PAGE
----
Guitar vs Drums Difficulty
So now we come to the million-dollar question: Which is harder to learn, drums or guitar? When people ask this, I assume they mean which is harder to learn to play well. Because you can play either just for fun, bang away and make a bunch of noise. Playing an instrument in a way that other people recognize as music is another thing altogether!
Unfortunately, it’s a question that’s really difficult to answer. Both drums and guitar are as hard as you want to make them. You can spend a lifetime mastering each instrument and struggling to reach your full potential. To achieve greatness at any instrument takes a huge amount of hard work and perseverance.
If you aren’t going to seriously study the instrument, your choice may be clearer. If you just want to play a little in your spare time and learn a few songs, guitar is probably the easier option. With a few basic chords you can play popular rock songs, impress your friends and have a little fun.
Playing the drums competently takes a certain amount of coordination, an excellent sense of timing and a real feel for rhythm. Not everyone is cut out to be a drummer, but just about anyone can be a guitar player.
In other words, you can be a bad guitar player and still have fun, play recognizable music and perhaps even play in a band. If you just want to have a good time with music, this is the easier way.
Bad drummers on the other hand aren’t capable of doing much except making a lot of noise. The drums are the bedrock that the rest of the band builds upon, so if the drummer has bad timing and screws up a lot the whole band is doomed.
Drummer, Guitar Player or Both?
Have you made your decision? Here is one more little anecdote that may be helpful: Earlier I mentioned how, as a kid, I was trying to choose whether to emulate Eddie or Alex Van Halen. Alex Van Halen, you hopefully know, is Eddie’s brother, and the drummer in Van Halen. In fact, Alex Van Halen is one of the best drummers in the history of rock.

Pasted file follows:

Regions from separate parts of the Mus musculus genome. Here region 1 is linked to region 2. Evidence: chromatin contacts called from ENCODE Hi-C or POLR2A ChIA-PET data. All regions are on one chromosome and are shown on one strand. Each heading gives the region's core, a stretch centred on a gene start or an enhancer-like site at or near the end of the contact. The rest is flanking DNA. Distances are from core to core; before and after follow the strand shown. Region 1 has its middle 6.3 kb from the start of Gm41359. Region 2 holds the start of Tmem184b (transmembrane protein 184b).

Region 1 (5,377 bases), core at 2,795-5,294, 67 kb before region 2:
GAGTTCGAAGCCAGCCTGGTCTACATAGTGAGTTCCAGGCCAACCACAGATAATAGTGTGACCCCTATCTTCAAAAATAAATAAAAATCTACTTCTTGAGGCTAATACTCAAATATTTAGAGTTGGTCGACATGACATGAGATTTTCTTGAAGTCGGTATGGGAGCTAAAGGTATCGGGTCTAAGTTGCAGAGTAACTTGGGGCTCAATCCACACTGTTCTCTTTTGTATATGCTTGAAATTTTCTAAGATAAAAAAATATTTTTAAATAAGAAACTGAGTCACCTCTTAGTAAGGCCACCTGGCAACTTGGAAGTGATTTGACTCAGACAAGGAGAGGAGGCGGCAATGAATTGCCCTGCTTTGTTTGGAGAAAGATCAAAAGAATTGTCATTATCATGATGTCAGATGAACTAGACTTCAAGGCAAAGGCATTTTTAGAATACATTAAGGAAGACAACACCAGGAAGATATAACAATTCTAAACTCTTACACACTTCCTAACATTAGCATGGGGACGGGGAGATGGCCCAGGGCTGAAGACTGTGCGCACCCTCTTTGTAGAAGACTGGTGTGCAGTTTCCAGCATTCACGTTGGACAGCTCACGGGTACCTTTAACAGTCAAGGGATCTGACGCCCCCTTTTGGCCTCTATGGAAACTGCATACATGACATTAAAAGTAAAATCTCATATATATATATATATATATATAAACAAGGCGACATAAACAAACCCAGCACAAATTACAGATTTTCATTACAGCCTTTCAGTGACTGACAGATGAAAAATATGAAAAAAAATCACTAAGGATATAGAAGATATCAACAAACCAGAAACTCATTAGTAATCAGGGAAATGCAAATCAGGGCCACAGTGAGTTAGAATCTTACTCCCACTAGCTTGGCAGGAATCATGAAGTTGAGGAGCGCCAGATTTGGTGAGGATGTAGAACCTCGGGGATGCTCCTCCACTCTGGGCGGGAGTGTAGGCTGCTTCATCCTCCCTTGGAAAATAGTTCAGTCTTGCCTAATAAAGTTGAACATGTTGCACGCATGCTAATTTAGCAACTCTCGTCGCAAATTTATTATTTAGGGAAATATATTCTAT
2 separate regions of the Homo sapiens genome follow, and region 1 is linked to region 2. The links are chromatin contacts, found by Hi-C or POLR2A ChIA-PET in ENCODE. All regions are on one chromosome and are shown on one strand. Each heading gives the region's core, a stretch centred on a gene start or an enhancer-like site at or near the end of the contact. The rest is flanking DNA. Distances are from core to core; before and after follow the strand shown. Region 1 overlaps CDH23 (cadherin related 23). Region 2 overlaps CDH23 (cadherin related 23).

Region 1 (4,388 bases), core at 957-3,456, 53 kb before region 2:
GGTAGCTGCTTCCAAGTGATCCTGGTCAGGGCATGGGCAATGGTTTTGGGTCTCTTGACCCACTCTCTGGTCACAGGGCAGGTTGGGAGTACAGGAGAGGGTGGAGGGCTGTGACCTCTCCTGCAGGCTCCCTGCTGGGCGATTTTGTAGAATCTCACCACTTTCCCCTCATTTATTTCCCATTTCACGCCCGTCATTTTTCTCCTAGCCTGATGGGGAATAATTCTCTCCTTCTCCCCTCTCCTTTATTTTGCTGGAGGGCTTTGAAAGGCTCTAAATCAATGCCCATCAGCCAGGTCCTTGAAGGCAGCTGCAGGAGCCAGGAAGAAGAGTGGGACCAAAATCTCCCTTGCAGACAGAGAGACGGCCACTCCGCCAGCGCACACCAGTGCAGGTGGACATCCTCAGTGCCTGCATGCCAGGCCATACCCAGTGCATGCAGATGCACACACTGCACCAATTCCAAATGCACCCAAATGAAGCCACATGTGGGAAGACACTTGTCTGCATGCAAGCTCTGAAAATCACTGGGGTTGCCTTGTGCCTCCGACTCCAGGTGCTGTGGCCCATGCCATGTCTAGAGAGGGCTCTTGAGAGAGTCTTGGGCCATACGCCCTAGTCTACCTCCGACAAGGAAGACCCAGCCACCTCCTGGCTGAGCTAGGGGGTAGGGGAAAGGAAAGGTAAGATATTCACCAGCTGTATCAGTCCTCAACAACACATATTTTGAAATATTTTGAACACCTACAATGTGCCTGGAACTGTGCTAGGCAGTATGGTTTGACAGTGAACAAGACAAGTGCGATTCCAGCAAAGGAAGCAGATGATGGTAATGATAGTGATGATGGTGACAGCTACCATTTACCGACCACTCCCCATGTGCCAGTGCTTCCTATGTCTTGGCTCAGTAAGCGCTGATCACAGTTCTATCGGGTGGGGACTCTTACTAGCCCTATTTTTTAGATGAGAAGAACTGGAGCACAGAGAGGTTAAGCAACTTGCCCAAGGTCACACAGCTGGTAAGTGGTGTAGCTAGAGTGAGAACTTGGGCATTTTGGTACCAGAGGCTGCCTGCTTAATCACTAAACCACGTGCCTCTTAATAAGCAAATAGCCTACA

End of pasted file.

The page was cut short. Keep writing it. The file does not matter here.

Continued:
But you may not know that, as legend has it, when they were both starting out Eddie was the drummer and Alex the guitar player. Eventually they switched and the world is a far better place for it, but the point is this: You aren’t stuck with whatever choice you make today.
Maybe you start out on drums and figure out you haven’t the coordination for it, or the desire to learn. Maybe you start out on guitar and discover it doesn't satisfy your need to hit things with a stick. You can always switch later. Or, you can do what many musicians do, and learn both eventually.
Hey, I might. After 30 years as a guitar player and 20 years as a bassist, I may yet add drummer to my list of skills. I’ve wanted to do it for a long time. Of course, for a long while I’ve also wanted to learn the cello, banjo and bagpipes.
Good luck choosing between guitar and drums. Try not to be too stressed over the decision, and remember that as long as you are musician there is always something new to learn.
Guitar vs Drums
This content is accurate and true to the best of the author’s knowledge and is not meant to substitute for formal and individualized advice from a qualified professional.
Arsham on February 06, 2018:
I like drum a lot
Roland on November 25, 2016:
Drums and Guitar rule!!!